Drug Makers Stop Top Dosage in Alzheimer's Trial
DUBLIN (AP) - The developers of an experimental new treatment for Alzheimer's disease, Elan Corp. and Wyeth, announced they have stopped the top dosage because trial patients are suffering from an increased risk of brain inflammation from water retention.
The companies said the setback would not affect their ongoing, advanced trials to win approval for bapineuzumab, a drug designed to combat Alzheimer's, an incurable disease that destroys the brain.
Elan President Carlos Paya said an independent Safety Monitoring Committee overseeing the Elan-Wyeth trials detected a higher level of vasogenic edema - water accumulating in brain tissue - in trial patients taking the highest dose, two milligrams. He said the committee had found no health risks in patients receiving lower doses of bapineuzumab.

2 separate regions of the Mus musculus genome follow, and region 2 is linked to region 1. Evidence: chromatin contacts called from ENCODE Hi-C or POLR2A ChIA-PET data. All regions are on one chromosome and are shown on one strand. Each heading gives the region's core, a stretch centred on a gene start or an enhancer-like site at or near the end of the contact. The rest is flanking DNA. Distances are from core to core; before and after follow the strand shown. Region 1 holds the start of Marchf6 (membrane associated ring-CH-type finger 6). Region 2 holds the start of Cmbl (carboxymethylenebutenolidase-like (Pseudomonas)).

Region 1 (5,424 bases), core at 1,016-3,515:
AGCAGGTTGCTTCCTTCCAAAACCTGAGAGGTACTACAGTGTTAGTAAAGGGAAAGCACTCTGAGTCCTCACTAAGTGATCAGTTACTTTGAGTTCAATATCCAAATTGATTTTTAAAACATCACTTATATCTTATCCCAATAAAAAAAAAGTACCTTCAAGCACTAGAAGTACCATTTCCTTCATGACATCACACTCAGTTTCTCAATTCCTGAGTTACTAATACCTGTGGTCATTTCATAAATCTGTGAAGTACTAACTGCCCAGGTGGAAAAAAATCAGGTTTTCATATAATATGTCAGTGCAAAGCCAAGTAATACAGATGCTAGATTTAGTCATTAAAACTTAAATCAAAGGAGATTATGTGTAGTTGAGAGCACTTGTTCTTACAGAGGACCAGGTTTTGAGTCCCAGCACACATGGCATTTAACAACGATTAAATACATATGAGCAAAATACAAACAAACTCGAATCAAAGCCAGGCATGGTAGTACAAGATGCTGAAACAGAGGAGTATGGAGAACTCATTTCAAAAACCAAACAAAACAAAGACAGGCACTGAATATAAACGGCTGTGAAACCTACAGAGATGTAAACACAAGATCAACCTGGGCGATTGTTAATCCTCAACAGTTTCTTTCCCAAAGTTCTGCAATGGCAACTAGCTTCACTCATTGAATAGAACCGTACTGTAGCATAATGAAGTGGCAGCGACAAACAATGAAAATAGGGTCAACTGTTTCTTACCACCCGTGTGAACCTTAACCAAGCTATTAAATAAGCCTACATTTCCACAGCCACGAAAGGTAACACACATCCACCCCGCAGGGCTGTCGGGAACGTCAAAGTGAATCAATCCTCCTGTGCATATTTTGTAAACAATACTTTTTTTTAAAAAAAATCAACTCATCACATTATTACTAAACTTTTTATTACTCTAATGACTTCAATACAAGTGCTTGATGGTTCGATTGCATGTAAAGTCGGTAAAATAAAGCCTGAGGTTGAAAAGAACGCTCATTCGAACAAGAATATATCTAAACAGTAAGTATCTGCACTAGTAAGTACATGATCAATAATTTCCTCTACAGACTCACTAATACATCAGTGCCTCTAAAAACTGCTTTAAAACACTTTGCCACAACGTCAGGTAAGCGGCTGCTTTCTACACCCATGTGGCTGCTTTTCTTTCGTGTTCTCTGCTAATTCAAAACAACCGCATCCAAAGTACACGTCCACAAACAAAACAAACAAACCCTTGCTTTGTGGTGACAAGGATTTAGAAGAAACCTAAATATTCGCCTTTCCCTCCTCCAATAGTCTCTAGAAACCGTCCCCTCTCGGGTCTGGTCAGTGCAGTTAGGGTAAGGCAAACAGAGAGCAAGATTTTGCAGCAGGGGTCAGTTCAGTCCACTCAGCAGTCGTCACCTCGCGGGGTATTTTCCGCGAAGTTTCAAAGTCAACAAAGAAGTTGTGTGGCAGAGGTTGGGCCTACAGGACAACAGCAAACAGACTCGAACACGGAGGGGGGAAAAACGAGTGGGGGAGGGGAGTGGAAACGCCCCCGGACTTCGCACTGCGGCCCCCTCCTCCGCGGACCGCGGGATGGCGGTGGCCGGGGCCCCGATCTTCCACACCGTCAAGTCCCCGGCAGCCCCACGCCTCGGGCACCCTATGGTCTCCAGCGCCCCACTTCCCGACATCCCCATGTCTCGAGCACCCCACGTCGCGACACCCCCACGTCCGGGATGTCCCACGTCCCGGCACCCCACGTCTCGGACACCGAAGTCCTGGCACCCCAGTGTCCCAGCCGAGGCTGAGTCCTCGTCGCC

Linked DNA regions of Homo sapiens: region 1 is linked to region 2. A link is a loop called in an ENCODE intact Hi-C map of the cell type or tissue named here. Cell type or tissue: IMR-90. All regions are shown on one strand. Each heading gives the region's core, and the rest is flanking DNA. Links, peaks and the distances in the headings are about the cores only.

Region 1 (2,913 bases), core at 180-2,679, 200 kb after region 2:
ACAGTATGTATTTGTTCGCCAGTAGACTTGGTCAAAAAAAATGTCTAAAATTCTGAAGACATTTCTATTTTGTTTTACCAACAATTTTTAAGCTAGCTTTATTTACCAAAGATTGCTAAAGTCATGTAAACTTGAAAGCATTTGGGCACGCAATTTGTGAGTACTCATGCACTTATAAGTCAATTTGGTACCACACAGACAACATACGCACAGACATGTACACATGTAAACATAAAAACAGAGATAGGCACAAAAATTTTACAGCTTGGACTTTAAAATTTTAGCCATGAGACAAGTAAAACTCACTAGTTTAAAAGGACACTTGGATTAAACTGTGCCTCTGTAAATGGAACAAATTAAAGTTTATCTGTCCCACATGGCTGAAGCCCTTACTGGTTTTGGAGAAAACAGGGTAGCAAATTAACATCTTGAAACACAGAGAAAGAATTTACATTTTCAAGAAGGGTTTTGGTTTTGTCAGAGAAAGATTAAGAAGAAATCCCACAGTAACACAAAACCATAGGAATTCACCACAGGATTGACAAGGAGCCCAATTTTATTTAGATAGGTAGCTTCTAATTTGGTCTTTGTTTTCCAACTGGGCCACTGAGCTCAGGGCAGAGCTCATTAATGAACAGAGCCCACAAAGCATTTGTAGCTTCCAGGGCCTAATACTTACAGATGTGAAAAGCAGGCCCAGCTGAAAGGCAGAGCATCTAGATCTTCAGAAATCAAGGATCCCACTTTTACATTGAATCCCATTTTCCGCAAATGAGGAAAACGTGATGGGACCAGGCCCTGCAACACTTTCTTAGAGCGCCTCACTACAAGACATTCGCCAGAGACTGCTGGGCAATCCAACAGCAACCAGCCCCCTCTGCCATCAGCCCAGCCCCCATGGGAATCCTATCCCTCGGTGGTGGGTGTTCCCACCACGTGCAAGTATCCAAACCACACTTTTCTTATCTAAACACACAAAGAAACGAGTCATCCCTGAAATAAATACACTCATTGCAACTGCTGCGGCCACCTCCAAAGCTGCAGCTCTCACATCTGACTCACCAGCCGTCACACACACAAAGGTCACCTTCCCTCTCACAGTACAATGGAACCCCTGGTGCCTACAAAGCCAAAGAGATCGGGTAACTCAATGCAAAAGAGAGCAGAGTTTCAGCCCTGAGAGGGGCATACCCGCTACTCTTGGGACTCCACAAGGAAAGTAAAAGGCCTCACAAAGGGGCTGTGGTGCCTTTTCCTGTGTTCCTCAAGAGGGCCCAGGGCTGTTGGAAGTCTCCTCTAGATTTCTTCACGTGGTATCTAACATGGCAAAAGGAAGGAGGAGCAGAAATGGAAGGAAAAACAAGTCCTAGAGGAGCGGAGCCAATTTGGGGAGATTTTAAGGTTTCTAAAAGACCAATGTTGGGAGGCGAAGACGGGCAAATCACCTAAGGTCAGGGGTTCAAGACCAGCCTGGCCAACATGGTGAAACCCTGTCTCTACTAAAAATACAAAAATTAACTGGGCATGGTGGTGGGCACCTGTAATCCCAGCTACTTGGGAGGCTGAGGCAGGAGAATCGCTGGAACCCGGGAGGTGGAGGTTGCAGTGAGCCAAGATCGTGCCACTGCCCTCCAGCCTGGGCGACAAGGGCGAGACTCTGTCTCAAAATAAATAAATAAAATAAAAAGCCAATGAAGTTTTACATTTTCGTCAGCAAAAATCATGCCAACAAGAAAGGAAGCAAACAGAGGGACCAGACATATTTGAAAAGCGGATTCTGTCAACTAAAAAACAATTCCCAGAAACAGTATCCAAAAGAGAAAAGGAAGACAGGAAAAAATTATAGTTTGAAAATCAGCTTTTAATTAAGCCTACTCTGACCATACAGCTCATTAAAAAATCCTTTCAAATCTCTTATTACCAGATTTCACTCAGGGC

'Our review of the safety data and the feedback from the Safety Monitoring Committee made it clear that continued development of the highest dose was not advisable. The decision to remove the highest dose from development reduces risk to patients, and it also helps to reduce risk to the overall development effort,' Moya said.
Elan said several hundred patients who had been receiving or scheduled to receive the highest dose will be removed from the trials or switched to lower doses, either one milligram or 0.5 milligrams. It said the problem was detected early using MRI scans on the brains of patients, who were not displaying symptoms associated with water-inflamed brains.
Elan and Wyeth began third-level trials on Alzheimer's sufferers in December 2007. This is the first time they have halted treatment on any category of patients. The trials involve four groups, two of which included patients taking the highest dose.
The companies said they now expected approximately 3,600 patients worldwide to participate in the trials, down from their original plan for 4,100.
More than a dozen pharmaceutical and biotechnology companies are competing to develop the first viable treatment to suppress or reverse the brain-wasting effects of Alzheimer's, which affects tens of millions worldwide.
Release Date: April 2, 2009
Source: Associated Press